In a financial setting, “without recourse” means a buyer is assuming liability for a purchase, with the creditor washing her hands of any credit risk. In a simple example, Jane writes a check to Jim. Jim endorses the check and signs it over to Sally, with a note indicating that he makes the transfer “without recourse.” If the bank refuses to cash the check for Sally, she must go to Jane to recover the funds, as Jim has signed away liability. This situation can come up in many kinds of transactions where an endorser signs a financial instrument over to a third party.

Accepting something without recourse can be risky, unless the buyer is confident that the financial instrument will be honored. If there is a problem, the person who sold it is not liable and takes no responsibility for helping the buyer recover damages. Instead, the buyer must go to the person who originally issued the instrument, and may have to trace it through several owners and handlers to find the right person.

Buyers who accept something without recourse may expect a discount on the price in compensation for their risk. People purchasing things like mortgages, bonds, and similar instruments can negotiate a better asking price or other terms on the grounds that if they are going to assume more financial risk, it is only fair to provide them with an incentive to do so. This can be especially important in large financial markets, where people may be dealing in substantial sums of money, with instruments involving variable risk, and the discount is an important part of the negotiation.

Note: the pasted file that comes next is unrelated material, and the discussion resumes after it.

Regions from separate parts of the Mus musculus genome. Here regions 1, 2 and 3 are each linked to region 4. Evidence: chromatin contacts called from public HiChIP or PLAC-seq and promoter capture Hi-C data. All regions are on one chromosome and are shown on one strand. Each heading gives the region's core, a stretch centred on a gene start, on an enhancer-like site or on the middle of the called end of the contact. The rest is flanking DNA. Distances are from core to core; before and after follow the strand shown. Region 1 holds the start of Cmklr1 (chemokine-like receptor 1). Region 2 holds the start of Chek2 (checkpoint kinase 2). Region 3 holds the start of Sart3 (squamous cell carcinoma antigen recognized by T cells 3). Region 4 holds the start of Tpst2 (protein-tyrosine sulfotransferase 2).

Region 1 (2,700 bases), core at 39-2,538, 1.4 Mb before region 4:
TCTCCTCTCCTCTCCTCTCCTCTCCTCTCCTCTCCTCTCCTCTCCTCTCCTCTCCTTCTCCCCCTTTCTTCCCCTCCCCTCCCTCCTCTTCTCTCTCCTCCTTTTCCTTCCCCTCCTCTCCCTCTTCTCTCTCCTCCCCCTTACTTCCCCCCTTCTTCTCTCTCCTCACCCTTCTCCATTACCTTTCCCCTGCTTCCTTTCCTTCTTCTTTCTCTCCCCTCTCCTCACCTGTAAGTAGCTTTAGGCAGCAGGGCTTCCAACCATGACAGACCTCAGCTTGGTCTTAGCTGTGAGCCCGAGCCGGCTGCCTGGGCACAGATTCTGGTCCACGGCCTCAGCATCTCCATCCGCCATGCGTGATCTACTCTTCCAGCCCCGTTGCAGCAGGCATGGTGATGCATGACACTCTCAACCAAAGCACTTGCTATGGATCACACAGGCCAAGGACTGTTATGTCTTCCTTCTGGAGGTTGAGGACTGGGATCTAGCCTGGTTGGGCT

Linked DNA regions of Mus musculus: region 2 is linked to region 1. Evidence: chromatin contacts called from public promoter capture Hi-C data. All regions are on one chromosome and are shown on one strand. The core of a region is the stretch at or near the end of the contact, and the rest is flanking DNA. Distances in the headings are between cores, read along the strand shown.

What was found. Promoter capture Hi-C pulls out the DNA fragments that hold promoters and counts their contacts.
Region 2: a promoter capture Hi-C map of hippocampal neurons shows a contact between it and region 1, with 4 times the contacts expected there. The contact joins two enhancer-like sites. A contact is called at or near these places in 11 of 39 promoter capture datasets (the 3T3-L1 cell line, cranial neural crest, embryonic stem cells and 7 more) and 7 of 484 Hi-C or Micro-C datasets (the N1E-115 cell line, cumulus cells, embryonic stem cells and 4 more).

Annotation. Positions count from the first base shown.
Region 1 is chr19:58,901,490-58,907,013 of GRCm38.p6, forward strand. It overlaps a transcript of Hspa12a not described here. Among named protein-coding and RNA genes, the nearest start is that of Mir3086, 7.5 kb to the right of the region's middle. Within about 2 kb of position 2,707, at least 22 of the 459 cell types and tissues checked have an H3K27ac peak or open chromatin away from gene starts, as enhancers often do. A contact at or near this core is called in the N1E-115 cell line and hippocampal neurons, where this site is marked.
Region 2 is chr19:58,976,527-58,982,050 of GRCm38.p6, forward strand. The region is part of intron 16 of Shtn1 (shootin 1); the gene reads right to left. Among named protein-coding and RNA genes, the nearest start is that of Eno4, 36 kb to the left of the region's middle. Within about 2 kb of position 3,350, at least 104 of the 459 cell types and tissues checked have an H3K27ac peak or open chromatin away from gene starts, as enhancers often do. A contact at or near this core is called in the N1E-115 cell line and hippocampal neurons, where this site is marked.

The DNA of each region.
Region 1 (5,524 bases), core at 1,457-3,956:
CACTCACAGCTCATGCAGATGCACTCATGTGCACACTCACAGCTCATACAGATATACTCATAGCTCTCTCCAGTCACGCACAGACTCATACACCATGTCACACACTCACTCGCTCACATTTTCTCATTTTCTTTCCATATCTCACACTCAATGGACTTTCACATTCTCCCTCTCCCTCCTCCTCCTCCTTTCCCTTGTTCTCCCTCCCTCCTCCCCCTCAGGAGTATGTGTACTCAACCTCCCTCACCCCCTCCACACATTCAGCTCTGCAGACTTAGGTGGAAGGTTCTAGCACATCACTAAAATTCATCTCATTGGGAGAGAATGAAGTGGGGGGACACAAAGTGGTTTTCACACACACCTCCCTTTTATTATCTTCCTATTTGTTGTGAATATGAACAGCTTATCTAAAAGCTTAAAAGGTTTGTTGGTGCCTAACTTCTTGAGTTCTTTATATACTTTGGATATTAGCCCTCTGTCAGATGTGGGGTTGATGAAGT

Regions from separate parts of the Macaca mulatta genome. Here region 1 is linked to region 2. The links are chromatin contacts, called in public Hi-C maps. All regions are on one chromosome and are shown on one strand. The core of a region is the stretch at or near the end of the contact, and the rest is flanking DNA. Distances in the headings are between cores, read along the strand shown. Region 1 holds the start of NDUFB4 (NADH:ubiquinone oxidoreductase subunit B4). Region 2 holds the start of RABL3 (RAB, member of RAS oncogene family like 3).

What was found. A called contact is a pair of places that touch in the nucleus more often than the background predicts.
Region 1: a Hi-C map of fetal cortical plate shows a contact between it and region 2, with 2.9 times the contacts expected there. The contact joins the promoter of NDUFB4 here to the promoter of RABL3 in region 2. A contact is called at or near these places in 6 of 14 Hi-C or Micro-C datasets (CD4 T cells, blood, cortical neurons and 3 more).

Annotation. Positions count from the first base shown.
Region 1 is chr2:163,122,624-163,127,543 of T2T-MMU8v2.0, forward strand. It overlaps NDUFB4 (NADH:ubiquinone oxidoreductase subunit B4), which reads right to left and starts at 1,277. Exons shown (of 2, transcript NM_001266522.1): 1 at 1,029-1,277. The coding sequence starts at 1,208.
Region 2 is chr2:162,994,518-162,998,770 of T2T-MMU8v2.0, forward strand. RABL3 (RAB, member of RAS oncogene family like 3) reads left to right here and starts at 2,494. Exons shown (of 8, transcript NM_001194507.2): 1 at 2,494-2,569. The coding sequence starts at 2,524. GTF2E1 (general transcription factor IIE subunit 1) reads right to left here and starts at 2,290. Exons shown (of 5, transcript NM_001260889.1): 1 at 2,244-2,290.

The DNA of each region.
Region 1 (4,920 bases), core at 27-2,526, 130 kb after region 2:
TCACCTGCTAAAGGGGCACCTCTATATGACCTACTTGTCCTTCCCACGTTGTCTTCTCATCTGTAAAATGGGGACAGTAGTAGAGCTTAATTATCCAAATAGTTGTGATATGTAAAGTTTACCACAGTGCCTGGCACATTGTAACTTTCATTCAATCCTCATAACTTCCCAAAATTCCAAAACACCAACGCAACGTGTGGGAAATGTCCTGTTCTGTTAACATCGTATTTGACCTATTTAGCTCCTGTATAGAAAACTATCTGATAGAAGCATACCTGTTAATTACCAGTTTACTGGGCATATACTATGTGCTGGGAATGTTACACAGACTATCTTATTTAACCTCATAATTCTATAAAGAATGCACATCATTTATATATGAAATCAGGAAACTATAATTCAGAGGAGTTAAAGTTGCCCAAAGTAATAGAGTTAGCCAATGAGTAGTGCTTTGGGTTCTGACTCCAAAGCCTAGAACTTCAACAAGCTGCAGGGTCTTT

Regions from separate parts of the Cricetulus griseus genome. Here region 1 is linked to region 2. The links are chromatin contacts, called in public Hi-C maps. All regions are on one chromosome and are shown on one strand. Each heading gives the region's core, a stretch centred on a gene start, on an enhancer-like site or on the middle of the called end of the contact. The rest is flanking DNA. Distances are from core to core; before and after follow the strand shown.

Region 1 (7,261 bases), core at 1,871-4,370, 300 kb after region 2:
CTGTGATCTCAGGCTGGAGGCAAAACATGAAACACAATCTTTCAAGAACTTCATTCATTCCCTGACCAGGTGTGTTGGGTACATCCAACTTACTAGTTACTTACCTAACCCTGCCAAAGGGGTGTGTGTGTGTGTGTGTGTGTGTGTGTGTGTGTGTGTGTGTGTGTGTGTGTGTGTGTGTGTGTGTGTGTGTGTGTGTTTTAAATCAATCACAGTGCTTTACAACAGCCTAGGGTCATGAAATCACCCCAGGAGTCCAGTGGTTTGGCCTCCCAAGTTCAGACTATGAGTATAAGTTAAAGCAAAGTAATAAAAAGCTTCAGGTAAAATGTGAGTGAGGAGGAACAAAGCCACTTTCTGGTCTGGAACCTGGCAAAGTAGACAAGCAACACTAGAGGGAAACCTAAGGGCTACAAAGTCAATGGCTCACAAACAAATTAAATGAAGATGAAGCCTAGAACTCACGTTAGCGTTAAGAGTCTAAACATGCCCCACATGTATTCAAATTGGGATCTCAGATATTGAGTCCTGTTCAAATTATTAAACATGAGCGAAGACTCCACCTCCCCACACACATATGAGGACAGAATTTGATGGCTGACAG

For individuals evaluating a situation where they can acquire a financial instrument without recourse, it is important to consider the risks. These may be low, as in the case where Sally accepts a check and knows Jane is good for the money, so there should be no problems with cashing the third party check. If they are higher, the buyer may want to think about how to recover damages in the event of the problem, and whether the deal being offered is fair and reasonable.

The term “without recourse” can also show up in law, referring to contracts where a person has no legal recourse to claim damages in the event of a problem. These types of contracts put people at a disadvantage, and it is important to review terms carefully and to ask an attorney for advice before signing such agreements. Once people have committed to accepting full liability by signing the contract, they cannot back out unless they were deceived in some way and can prove it.

SmartCapitalMind is dedicated to providing accurate and trustworthy information. We carefully select reputable sources and employ a rigorous fact-checking process to maintain the highest standards. To learn more about our commitment to accuracy, read our editorial process.
Mary McMahon
By Mary McMahon

Ever since she began contributing to the site several years ago, Mary has embraced the exciting challenge of being a SmartCapitalMind researcher and writer. Mary has a liberal arts degree from Goddard College and spends her free time reading, cooking, and exploring the great outdoors.

Discussion Comments
Mary McMahon
Mary McMahon

Ever since she began contributing to the site several years ago, Mary has embraced the exciting challenge of being a...

Learn more
SmartCapitalMind, in your inbox

Our latest articles, guides, and more, delivered daily.

SmartCapitalMind, in your inbox

Our latest articles, guides, and more, delivered daily.